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Opinions of Thursday, 20 April 2006

Columnist: Agbodza, Paul

Why foreign investments are not flowing into Ghana

There has been much debate about what economic model we need in Ghana or what we can do to improve upon the lives of ordinary Ghanaians. The traditional solution has been a mind-set which supposes that when foreign investors come to Ghana our economy would improve and the cost of living and monthly incomes would converge. At best, the president?s investment-drive trips bear testimony to this economic model. Let?s call this model: president?s investment-drive trip model (now PIDT model).

To make this PIDT model work we must satisfy a few conditions: For any investor in the developed world to invest into any for-profit venture, she requires information on the nature of returns on her investment. She draws up a portfolio and includes a set of assets. Then the investor examines more critically the stochastic (random) elements in the portfolio. The variables in this random part of her portfolio define the risks she is ready to take on her investment.

In Ghana two risks to investment are political stability and natural disasters. Ours is a country where one cannot predict with a higher probability, the behaviour or reaction of coup-makers to a bad government. In more advanced and well-established democracies, bad governments are changed in a peaceful manner. But in Ghana and much of Africa, the rule of the jungle is allowed to rule when there is chaos. Therefore, one element of the risk cannot guarantee the expected returns on a portfolio. So an investor cannot predict how profitable an investment in such an environment would be.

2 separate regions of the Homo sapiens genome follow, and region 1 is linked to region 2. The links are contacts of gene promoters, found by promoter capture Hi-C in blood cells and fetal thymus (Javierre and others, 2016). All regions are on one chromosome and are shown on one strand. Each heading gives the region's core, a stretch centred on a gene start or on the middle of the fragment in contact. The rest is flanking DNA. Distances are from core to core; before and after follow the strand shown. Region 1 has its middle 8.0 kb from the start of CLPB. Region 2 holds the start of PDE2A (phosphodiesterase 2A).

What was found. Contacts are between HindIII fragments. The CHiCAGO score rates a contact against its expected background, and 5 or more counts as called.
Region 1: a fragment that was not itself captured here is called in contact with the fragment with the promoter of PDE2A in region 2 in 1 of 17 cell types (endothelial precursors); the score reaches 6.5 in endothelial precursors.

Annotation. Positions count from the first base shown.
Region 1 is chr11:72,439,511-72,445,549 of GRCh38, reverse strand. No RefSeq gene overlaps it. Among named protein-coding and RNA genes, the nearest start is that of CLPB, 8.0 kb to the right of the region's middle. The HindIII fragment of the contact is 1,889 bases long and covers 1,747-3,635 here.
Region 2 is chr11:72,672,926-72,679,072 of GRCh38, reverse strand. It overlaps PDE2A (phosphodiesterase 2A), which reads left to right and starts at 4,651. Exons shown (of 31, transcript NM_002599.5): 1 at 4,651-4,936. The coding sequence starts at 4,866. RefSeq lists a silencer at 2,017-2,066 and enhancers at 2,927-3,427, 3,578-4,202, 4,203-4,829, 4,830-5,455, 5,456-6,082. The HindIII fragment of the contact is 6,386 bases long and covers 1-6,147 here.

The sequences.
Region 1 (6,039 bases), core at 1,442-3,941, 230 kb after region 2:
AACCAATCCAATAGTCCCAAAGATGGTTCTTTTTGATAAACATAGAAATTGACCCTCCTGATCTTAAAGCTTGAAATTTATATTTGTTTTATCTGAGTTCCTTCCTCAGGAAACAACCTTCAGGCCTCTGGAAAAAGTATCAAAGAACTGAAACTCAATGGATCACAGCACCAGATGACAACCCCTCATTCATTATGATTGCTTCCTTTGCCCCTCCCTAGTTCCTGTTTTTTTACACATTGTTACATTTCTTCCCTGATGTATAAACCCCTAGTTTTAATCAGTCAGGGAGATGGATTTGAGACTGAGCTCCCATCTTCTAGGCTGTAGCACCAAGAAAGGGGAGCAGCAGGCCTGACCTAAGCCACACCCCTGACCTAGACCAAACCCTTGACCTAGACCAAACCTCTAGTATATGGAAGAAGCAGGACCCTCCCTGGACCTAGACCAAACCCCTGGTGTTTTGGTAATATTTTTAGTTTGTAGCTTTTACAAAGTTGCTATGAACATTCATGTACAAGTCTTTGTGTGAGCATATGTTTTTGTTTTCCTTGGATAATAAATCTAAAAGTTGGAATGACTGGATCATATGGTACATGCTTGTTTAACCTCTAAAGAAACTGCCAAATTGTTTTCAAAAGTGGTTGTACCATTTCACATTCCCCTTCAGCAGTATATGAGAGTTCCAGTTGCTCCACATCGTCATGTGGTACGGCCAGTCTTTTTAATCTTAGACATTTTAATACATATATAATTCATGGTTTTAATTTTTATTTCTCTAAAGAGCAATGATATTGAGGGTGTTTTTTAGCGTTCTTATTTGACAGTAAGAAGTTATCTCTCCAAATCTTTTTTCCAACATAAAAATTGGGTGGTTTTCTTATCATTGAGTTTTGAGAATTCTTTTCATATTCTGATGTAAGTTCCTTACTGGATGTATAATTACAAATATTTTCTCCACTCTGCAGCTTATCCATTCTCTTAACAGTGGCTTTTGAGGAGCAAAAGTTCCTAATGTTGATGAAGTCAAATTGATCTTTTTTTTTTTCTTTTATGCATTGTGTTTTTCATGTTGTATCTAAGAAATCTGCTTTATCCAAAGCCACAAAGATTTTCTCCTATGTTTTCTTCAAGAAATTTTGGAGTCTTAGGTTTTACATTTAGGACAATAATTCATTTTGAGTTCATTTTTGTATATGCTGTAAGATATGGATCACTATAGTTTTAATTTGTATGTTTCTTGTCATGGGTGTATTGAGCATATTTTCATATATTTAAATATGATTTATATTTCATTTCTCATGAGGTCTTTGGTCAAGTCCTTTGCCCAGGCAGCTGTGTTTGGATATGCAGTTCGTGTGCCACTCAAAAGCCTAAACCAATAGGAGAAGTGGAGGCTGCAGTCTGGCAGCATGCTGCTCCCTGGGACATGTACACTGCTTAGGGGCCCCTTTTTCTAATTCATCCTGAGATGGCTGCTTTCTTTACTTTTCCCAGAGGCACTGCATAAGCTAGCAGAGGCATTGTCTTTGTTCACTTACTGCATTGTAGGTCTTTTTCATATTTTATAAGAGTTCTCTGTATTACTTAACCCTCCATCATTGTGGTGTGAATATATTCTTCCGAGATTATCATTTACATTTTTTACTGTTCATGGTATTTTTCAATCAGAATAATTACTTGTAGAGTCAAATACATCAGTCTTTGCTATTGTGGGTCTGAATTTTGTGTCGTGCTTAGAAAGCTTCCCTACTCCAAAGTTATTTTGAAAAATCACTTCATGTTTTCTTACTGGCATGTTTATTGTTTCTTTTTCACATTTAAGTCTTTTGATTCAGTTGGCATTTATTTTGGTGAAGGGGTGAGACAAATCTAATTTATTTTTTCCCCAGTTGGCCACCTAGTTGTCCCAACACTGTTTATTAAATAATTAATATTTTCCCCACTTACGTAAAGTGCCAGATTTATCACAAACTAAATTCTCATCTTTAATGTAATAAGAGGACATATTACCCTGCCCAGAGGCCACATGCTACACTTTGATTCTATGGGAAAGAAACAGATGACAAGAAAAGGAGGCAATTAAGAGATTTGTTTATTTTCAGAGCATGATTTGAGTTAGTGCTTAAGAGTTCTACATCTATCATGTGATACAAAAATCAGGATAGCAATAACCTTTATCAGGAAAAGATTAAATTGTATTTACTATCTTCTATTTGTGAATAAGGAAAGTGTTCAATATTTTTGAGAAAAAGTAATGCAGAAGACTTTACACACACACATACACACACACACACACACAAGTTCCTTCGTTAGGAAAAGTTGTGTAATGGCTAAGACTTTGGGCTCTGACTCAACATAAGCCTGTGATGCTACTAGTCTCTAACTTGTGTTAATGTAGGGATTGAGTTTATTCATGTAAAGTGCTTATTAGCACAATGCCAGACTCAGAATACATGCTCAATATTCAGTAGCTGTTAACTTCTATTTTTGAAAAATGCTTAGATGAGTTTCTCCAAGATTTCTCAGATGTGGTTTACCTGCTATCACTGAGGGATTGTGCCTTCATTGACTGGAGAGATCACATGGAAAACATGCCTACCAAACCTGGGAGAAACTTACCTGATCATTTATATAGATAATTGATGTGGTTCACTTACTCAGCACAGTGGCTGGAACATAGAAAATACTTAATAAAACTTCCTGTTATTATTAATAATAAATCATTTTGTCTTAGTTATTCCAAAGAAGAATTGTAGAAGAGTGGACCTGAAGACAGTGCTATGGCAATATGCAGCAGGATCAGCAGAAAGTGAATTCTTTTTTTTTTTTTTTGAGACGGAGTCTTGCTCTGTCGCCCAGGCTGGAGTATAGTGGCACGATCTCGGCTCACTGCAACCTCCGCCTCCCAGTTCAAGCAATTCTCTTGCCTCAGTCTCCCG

SOLUTION: those in authority must not give cause to coup-makers; who are also not needed anyway; empower institutions responsible for checking political abuse. In Ghana natural disasters are highly unpredictable. Fire outbreak could be caused by a palm-wine taper during the dry season. If an investor establishes a mechanised farm she may lose all in a day. Is there any Insurance company to insure a farm whose risk factor is unpredictable? SOLUTION: those concerned should develop warning systems and in the long-term such behaviours should be stamped out with effective measures. Thieves might never be arrested when they steal, or at best it might take donkey years to resolve the problem because of the principle of ?go-and-come?; land bought and paid for could be resold to a third party; in a country where political leaders or people in authority think they have absolute power and see themselves as demi-gods who are infallible and unquestionable; such attitudes could never serve the cause of an investor. SOLUTION: Those concerned with these areas must start working on correcting it.

There is hardly any current data on Ghana to find on the internet that enables a potential investor to model her portfolio before embarking upon a journey to invest in Ghana. How many banks are in Ghana; and what are their correct addresses? How many people are living in Ghana? How many people were reported dead in Ghana on census night, five years after 2000 census? Where can one get such data from? Who is responsible for disseminating information on the CPI of Ghana; and what formula is used to make the CPI basket? Is there a website (not private websites, some of whom are still negotiating for right to data) where all these pieces of information could be obtained without spending so much money?.

SOLUTION:

Thank you to Bank of Ghana on ( http://www.bog.gov.gh/ ); and the state must resource Ghana Statistical Service (http://www.gss.gov.gh/ updated in 2003) to be independent and must invest very heavily in this institution to create an official data base for Ghana. Give database access to institutions or university libraries for a fee to encourage much data analysis on Ghana. These and similar factors are examined before an investor decides on whether to invest in Ghana. To win investors, let us as a nation start NOW; each person in her/his own way to correct the above-enumerated deficiencies that affect the PIDT model. Let us learn from the no arbitrage principle:

?There is no free Lunch?.



Views expressed by the author(s) do not necessarily reflect those of GhanaHomePage.